Secret findings point at removal from office of the Chief Justice

A 3-line Press release issued yesterday at 12.30pm announced that the matter of the Chief Justice was being referred to the Judicial Committee of the Privy Council.

It was said that no further information was available.

This, in full, is what the announcement said: "Acting in accordance with section 64 (4) of the Gibraltar Constitution and on the advice of the Tribunal chaired by Lord Cullen, the Governor has today requested that Her Majesty refer the matter of the Chief Justice, Mr Justice Schofield, to the Judicial Committee of Her Majesty's Privy Council."

Such a requirement would arise when a decision is taken to remove a judge from office.

Section 64(4) of the Constitution says that if the Governor considers that the question of removing the Chief Justice from office for inability or for misbehaviour ought to be investigated, then the Governor shall appoint a tribunal.

The tribunal was appointed and carried out its duties last July.

They were required to "inquire into the matter and report on the facts thereof to the Governor and advise the Governor whether he should request that the question of the removal of that judge should be referred by Her Majesty to the Judicial Committee, and if the tribunal so advises, the Governor shall request that the question should be referred accordingly."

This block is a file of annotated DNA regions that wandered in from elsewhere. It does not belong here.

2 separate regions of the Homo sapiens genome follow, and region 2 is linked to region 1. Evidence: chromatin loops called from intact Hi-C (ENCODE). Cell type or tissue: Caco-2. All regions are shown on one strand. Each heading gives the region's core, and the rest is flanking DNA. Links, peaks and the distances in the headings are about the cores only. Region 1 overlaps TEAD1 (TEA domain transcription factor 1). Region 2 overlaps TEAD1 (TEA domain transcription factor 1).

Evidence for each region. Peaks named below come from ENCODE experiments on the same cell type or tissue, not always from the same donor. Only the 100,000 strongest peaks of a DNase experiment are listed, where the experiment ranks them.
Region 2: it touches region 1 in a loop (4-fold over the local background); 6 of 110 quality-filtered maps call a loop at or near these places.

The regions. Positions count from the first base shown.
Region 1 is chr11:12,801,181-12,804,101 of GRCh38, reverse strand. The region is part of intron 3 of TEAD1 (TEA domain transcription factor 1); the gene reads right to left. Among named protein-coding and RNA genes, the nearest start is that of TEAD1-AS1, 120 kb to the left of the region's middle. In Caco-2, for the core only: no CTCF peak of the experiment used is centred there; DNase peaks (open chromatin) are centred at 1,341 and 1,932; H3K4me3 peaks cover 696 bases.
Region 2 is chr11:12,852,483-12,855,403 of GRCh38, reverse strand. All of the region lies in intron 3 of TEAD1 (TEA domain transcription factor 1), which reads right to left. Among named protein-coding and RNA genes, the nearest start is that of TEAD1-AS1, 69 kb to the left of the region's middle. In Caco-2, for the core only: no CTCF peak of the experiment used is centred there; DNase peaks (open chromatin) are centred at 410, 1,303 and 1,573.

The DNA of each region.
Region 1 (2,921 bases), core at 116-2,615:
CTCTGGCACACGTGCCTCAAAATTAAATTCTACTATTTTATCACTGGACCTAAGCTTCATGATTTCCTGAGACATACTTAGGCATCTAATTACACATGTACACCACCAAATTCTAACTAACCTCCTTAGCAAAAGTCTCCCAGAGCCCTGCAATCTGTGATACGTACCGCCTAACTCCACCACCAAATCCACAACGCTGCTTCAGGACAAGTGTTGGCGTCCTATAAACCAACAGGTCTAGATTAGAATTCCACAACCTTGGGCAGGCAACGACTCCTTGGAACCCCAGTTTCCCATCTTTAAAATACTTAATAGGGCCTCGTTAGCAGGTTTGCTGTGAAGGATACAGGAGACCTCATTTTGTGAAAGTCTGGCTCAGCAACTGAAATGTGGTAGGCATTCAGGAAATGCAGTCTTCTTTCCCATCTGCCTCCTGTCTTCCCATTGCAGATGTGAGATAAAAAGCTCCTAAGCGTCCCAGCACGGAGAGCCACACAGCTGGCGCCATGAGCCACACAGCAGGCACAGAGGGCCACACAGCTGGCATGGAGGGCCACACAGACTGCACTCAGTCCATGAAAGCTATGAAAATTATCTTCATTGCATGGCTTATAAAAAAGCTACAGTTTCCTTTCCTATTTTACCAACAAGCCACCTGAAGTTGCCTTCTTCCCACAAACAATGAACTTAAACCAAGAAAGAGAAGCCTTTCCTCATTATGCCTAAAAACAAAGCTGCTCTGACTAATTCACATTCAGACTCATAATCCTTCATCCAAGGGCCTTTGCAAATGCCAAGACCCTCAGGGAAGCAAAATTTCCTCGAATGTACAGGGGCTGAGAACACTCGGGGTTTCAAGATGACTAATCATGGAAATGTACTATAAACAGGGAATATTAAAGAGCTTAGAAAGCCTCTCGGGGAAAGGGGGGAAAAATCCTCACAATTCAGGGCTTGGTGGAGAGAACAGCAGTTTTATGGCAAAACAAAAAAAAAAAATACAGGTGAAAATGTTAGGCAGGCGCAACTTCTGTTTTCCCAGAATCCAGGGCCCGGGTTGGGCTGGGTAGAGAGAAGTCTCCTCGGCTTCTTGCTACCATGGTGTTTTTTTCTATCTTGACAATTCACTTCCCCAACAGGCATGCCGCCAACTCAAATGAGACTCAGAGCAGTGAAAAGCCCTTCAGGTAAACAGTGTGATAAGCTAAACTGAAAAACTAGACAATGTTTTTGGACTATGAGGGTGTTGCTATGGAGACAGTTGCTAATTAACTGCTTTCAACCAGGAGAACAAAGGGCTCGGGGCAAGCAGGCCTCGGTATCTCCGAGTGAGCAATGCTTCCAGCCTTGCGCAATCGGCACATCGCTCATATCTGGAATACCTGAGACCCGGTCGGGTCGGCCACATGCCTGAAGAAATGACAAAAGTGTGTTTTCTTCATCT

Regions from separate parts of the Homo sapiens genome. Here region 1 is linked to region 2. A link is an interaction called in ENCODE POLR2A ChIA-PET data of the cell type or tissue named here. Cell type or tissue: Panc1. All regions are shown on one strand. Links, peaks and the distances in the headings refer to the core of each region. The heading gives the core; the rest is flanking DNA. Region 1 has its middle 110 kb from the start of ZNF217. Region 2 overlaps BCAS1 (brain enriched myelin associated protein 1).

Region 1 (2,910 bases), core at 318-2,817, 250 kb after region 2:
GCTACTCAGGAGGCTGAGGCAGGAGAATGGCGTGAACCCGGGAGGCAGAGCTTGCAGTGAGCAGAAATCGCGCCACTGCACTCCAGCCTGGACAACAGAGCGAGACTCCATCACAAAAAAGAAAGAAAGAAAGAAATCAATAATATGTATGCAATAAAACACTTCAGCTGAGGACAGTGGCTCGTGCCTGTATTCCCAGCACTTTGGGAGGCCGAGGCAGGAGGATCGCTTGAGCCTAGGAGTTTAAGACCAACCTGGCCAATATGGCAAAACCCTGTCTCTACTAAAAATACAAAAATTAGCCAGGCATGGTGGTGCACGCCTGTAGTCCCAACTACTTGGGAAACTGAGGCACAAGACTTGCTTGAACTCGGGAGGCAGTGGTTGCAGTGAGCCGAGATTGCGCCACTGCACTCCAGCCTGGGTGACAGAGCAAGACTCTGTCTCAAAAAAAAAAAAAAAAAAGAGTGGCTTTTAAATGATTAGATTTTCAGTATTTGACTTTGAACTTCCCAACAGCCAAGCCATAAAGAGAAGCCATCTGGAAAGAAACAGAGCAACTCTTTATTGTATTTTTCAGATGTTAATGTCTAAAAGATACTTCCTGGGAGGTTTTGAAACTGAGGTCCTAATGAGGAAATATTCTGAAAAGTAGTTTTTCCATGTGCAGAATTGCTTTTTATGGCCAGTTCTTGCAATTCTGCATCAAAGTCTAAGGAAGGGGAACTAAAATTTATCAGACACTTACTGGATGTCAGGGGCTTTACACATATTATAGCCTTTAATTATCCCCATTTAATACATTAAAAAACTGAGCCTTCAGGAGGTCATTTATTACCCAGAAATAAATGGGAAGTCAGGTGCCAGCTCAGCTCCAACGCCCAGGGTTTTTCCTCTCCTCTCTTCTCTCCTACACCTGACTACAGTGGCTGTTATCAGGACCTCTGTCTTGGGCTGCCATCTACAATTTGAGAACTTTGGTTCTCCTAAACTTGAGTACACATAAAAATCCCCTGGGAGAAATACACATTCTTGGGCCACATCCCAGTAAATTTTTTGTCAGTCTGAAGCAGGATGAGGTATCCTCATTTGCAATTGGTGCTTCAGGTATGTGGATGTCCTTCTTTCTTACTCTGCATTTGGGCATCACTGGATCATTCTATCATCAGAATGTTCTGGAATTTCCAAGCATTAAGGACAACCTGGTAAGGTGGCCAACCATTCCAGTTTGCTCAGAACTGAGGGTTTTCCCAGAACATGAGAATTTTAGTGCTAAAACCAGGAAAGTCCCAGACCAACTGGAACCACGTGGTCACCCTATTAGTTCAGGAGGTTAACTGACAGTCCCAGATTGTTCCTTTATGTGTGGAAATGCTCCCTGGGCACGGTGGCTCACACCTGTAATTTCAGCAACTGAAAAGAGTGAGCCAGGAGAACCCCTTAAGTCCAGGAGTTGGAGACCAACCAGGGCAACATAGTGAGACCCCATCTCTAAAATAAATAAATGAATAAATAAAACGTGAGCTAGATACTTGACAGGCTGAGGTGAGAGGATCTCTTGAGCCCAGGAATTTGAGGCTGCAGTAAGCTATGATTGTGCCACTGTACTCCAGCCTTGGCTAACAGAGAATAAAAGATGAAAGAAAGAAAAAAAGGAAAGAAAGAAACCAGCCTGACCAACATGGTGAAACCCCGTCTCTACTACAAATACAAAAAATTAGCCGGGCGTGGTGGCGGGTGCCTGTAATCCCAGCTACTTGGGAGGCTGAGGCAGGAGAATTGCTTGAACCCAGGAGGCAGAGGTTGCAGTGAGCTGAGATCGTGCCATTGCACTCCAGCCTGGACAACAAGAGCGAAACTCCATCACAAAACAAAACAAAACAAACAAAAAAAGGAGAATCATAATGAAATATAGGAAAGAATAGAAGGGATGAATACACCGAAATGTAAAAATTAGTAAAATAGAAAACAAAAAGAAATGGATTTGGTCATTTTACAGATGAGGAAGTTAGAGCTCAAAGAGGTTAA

Clearly, what must have happened is that the Cullen tribunal has recommended that the judge be removed from office and therefore, on its advice, the matter is being referred to the Privy Council.

We asked the Convent if nothing further was being made available such as, for example, detailed conclusions leading to the decision.

The reply from the Convent was this: "There is nothing more we can add at this stage. The Governor recognises the desire of Gibraltar to see the full report of the tribunal and wishes to release the report at the appropriate time. This is not however the appropriate time in light of the legal process still in progress."

In legal and other circles it is being said that the tribunal was held in public amid a blaze of publicity, with - quite rightly - a transcription service being made available and photographs being allowed to be taken.

As far as everyone is concerned, the work of the tribunal ended taking its evidence back in July and it has now submitted its full report including its recommendations and conclusions. As such, its deliberations have ended.

It could well be that the report in its entirely should not be published at this juncture, but it is not understood why its conclusions should be a secret.